1920s

The jazz age! Sportswear, cloche hats, and boyish silhouettes…

My outfit including my wool coat with fluffy fox fur collar and a fake bob which took more effort than the dress.

I recently went to a prohibition night at the Police and Justice Museum in Sydney, Australia. They had turned the museum into a speakeasy with heaps of fun activities, music and performances. Of course they encouraged 1920′s and 30′s dress and so I “whipped up” (because it’s that easy) a flapper dress. I found a gorgeous light satin in green and bought the longest black fringing I could find. I used a 1970′s (Simplicity 8750) bias slip pattern but left out the main darts to have that loose silhouette and added two rows of fringing on the bottom.


I also tied the Best Dressed competition so I’m very happy.

 
I had forgotten how fantastic bias cut is to wear and am very tempted to make more bias cut garments. I’m hoping to have a few more photos on my Instagram: http://instagram.com/sharpscissors from the night soon.

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The Betty Skirt pattern is the debut pattern from Shaffer Sisters!

Betty Skirt pattern | SewsNBows

I thought some of you retro sewists might like the 1920′s inspired deep yoke, and 8 or 16 gore pleat options. It goes up to a girls size 10, but I hear rumors that it may be sized up to teen & women’s soon!

Betty Skirt in Denim with Mother of Pearl Buttons

You can see photos, pattern options, and a link to the designers at SewsNBows. I’m really proud of Shaffer Sisters for working so hard to release their first pattern!

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Hi lovely people at wesewretro,
this is my first post on this amazing site and I would like to introduce my latest make to you. It´s a babypink satin dress in the style of the roaring twenties here in Berlin. As a vintage lover I wanted to attend a party dedicated to this era and just had to make my own dress for this special occasion!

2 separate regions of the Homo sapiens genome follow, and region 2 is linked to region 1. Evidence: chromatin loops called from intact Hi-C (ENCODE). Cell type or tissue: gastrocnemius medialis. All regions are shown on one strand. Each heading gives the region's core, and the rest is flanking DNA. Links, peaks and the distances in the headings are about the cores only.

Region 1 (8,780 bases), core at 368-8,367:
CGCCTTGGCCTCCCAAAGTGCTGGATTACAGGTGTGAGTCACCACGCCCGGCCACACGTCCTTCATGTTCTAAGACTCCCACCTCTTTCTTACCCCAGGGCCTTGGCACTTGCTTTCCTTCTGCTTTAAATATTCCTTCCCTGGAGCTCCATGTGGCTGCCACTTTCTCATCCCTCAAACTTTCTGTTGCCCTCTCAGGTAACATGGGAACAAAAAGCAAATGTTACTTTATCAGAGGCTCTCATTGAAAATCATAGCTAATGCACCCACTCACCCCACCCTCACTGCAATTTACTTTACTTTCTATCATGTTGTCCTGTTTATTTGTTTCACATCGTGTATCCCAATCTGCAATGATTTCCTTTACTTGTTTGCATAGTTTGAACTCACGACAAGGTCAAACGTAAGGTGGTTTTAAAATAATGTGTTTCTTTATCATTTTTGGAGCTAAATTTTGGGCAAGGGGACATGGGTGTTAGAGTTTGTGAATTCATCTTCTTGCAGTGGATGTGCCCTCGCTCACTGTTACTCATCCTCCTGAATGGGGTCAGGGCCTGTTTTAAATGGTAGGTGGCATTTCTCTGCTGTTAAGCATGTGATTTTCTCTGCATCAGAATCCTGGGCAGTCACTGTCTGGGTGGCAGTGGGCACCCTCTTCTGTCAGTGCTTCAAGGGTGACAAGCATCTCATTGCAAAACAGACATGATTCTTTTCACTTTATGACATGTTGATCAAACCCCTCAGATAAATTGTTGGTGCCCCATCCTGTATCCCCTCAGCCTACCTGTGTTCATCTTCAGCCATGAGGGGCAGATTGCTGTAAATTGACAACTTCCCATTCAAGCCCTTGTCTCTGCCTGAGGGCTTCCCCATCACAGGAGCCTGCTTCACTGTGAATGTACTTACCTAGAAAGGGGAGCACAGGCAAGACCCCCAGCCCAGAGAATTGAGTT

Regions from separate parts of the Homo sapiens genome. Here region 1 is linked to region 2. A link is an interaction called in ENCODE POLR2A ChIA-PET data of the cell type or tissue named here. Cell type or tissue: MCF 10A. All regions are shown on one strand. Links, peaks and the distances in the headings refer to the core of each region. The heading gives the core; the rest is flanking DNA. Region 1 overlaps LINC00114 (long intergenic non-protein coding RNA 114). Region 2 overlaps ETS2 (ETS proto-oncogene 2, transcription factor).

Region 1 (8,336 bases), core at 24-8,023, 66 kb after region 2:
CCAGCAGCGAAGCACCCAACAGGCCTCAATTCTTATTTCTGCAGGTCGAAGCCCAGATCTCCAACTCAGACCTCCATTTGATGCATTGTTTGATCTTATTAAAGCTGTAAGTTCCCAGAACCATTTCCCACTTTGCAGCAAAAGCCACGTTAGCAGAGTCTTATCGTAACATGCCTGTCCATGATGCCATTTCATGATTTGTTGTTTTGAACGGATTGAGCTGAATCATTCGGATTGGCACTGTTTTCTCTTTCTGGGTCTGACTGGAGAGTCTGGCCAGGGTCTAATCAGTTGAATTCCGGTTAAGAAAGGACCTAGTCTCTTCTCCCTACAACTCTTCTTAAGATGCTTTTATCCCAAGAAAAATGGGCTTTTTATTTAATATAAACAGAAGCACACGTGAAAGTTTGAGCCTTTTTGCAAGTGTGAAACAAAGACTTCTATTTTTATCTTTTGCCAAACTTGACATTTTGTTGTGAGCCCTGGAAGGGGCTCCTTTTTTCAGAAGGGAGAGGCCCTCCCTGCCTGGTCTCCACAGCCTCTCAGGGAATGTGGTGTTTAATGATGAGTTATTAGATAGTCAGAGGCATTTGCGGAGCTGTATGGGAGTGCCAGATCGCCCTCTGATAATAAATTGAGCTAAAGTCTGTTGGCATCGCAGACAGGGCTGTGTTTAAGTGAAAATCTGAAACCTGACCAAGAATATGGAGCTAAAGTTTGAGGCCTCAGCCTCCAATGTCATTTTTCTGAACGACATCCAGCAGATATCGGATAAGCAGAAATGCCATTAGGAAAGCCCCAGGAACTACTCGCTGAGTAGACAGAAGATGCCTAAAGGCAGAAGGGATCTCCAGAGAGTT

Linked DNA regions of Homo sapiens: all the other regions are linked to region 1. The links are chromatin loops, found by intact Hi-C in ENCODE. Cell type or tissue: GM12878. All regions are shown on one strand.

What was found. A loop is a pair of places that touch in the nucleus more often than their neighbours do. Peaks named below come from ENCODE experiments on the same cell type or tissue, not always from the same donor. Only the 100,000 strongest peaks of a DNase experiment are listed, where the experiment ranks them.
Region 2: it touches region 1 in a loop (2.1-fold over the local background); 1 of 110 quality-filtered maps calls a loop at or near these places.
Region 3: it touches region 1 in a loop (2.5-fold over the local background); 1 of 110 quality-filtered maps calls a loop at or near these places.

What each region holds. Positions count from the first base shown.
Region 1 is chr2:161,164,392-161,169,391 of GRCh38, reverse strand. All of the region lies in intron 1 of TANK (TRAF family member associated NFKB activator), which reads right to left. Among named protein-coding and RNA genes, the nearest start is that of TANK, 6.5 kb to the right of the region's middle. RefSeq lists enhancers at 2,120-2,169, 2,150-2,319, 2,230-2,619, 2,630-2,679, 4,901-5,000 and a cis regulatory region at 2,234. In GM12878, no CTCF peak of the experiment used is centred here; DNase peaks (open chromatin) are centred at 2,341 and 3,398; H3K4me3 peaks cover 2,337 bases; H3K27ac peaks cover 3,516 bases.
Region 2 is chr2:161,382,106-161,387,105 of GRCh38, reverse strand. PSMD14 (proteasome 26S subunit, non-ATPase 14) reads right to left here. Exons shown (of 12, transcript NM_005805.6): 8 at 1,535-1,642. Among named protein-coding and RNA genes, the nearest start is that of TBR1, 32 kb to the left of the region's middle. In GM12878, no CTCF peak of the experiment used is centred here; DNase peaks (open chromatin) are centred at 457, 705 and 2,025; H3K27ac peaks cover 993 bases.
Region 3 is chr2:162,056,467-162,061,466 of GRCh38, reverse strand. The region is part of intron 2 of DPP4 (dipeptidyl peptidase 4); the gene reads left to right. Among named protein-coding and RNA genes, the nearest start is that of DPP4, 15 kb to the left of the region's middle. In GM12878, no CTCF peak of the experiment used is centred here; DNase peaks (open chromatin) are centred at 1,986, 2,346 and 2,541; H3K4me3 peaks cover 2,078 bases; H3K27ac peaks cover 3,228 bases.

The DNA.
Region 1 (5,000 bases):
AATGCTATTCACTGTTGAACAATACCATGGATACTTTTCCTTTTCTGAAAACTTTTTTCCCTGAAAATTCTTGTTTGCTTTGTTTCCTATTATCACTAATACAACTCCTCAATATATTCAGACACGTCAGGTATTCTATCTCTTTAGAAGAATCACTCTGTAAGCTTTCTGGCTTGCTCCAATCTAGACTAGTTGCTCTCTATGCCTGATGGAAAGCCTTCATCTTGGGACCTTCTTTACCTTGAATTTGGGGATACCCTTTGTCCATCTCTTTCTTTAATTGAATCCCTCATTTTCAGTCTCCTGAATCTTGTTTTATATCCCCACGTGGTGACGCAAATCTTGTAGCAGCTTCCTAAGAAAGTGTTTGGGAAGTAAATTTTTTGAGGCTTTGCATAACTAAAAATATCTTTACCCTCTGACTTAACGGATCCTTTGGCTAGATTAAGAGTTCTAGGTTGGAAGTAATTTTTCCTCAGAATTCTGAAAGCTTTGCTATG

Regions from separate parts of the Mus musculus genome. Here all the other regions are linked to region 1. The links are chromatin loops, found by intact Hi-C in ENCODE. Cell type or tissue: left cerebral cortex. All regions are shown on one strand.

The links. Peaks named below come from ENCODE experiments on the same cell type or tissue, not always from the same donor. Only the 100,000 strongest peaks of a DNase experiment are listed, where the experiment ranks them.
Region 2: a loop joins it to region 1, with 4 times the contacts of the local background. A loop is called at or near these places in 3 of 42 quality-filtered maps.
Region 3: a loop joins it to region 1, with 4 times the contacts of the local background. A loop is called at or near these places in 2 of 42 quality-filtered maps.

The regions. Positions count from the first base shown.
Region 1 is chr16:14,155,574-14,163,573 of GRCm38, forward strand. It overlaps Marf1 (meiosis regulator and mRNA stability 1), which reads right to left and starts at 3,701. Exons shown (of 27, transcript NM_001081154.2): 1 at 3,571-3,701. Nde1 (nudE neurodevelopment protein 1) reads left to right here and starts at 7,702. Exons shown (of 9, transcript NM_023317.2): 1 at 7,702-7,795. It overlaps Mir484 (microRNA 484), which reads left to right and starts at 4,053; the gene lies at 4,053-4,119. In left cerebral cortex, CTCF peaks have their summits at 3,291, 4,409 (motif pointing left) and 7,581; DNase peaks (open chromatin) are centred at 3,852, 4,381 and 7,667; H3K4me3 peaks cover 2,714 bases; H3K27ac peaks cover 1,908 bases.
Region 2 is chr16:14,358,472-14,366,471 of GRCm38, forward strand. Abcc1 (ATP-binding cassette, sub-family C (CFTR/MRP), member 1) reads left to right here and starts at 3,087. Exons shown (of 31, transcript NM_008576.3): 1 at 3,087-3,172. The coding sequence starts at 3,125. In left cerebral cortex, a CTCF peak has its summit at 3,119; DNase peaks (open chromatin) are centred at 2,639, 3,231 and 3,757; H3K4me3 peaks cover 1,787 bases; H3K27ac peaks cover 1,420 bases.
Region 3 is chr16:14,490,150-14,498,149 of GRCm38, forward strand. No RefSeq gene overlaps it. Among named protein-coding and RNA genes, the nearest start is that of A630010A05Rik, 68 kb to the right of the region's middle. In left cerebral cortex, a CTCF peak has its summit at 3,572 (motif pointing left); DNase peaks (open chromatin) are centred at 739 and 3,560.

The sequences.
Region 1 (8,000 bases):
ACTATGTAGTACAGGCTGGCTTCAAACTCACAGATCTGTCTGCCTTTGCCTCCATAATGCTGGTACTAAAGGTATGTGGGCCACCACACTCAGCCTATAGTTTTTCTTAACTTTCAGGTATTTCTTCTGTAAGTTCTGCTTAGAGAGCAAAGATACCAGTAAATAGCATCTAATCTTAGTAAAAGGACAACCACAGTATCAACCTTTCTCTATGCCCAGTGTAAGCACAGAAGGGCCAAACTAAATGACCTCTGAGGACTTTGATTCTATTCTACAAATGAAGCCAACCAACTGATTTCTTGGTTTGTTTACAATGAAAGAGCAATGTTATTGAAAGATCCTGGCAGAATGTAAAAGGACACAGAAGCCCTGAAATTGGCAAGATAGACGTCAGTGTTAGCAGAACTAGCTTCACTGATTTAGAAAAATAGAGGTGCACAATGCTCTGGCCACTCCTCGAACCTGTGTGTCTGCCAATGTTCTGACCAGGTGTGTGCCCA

I found a pattern in an older Burda Style, December 2011, dress number 126. It was not perfect but good enough for my purpose. So I made a few adjustments, like taking in the side seems a little (I like to show a little waist!) and eliminated the velvet panel in the middle…. the hardest part was adding the thousands (or so it seemed) beadstrings that I had in my mind to posh up my look… turned out fabulous if you don´t mind me boasting ;-)

You can have a look of the completed dress and if you´re interested in more detail, pop over to my blog.

 

Thanks for your interest.

Cheers,

Milan

 

 

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I made this dress to wear to a Downton Abbey inspired tea, but also as an entry into the Historical Sew Fortnightly Challenge #3 Pink.  The pattern itself is a repro of an original 1921 Butterick pattern and it went together very nicely.  For being such an old pattern the instructions were much better than what you find on BurdaStyle magazines, although they are wholly inadequate Big Four standards today. I used a poly shantung for economical reasons but other than that, the dress is pretty historically accurate.  Actually, it’s not a dress but a skirt suspended from a “long underbody” and then a blouse on top. I am very happy with how it turned out.  It’s not something I can just wear around but it served its purpose, and I think I’m going to use during Costume College for day activities.  For more pictures and a description of the Historical Sew Fortnightly challenge, please visit my blog.  I almost forgot, I made the hat too, using Simplicity 1736 and wool/rayon felt.

 

As a side note, I hadn’t made any posts since the blog was moved over from Blogger but I could have sworn I had an account.  Apparently I didn’t so I had to create one, and it’s showing that I have no other posts.  Bummer.

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